It is a renovation project located in the medieval township of Regensberg, Switzerland, with its unique location, history, and urban clarity. House Lendenmann is renovated by L3P Architekten in 2015, a two-storey half-timbered building with spectacular views over the surrounding Zurich Under lands up to the Alpines.
This building is located on the south slope of Unterberg, one of many historical jewels found in Regensberg. The house was in a poor state due to the numerous improper repairs and various structural damages, so it needs a complete renovation. Together with the municipality and the townscape protection committee, the project final decision is to rebuild and demolish the house in its original volume.
Due to their presence on the preservation list, a vaulted cellar and also two frontal half-timbered facades have been preserved. Three sculptural, modern multi-family houses are constructed finally behind the building historical face. The three apartments have a unique volumetric which is created between the distinctive facades.
The north facade is a valuable component with the filigree truss and muntin window. With an additional floor due to the slope, the generous south side provides awesome views over the Swiss landscape. There is also a contrast between the opposite facades that can develop a dynamic interplay of materiality, light, and proportion.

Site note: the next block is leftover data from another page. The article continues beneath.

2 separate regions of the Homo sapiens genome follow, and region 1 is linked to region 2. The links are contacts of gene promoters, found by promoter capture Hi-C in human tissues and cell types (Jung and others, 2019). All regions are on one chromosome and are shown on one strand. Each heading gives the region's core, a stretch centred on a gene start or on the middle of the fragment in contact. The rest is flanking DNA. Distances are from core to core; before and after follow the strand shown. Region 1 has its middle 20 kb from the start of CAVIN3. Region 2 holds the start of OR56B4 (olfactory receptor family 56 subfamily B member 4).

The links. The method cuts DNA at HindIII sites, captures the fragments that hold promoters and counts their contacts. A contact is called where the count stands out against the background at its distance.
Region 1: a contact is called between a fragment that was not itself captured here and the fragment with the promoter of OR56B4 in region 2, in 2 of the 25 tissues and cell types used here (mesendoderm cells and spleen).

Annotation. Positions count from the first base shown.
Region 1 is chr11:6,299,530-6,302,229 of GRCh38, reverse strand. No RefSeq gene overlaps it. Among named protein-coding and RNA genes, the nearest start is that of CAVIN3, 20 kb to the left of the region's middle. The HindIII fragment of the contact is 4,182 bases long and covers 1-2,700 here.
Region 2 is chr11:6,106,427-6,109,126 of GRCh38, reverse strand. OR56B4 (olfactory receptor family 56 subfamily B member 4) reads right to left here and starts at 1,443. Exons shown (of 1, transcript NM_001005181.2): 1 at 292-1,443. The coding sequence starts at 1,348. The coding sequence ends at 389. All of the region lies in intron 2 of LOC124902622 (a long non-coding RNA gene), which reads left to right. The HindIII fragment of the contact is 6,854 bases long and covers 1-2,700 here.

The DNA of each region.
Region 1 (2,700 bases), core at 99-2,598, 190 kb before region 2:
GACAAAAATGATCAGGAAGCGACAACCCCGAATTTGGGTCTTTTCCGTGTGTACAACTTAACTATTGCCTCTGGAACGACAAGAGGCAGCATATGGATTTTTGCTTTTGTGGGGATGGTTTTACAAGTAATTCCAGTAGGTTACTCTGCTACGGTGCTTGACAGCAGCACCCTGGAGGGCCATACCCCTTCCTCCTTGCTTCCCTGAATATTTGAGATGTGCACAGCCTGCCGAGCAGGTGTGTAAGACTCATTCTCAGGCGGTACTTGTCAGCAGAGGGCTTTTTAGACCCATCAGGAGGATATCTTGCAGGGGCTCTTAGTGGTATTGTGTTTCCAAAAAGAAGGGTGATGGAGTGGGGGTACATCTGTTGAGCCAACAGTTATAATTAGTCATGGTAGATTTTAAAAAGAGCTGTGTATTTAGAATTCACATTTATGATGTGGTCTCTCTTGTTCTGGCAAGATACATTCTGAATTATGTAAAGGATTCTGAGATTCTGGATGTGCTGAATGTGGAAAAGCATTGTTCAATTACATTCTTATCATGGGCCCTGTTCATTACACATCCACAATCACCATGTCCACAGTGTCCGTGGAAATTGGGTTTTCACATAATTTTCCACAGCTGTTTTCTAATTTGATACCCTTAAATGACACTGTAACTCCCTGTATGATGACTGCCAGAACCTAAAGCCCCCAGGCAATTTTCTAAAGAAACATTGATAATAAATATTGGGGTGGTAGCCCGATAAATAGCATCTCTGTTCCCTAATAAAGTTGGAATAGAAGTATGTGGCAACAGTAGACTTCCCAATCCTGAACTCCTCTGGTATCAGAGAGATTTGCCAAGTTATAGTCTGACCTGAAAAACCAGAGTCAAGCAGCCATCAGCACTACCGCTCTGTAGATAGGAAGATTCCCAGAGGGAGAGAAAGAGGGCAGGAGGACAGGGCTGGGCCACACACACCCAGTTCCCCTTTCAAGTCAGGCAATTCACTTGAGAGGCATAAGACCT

A peaceful and safe atmosphere comes from the small, wooden paneled chambers. These chambers also create a strong connection to the history of the surrounding area. There are large white spaces around the chambers, inviting in the stunning panorama through generous openings. The levels and ceiling heights are changed can turn the rooms’ perspective into a three-dimensional journey with light situations and ever-changing views.
The contrast between old and new can be seen in the facade. The new facade consists of grey spruce wood, wrapping itself around the new build and reshaping the original volume and incorporating the preserved facade too. The sliding doors, a cantilevered bay window, and a light-guiding fireplace in the attic restructure the outer skin and incorporate vernacular elements.
Irregular ornaments are used to cover the semi-transparent wooden sheeting, just like the rural construction culture that still prevails. With a delicate envelope, the new facade provides interior and exterior with awesome collaboration between shadows and light.
House Lendenmann Gallery
Photographer: Sabrina Scheja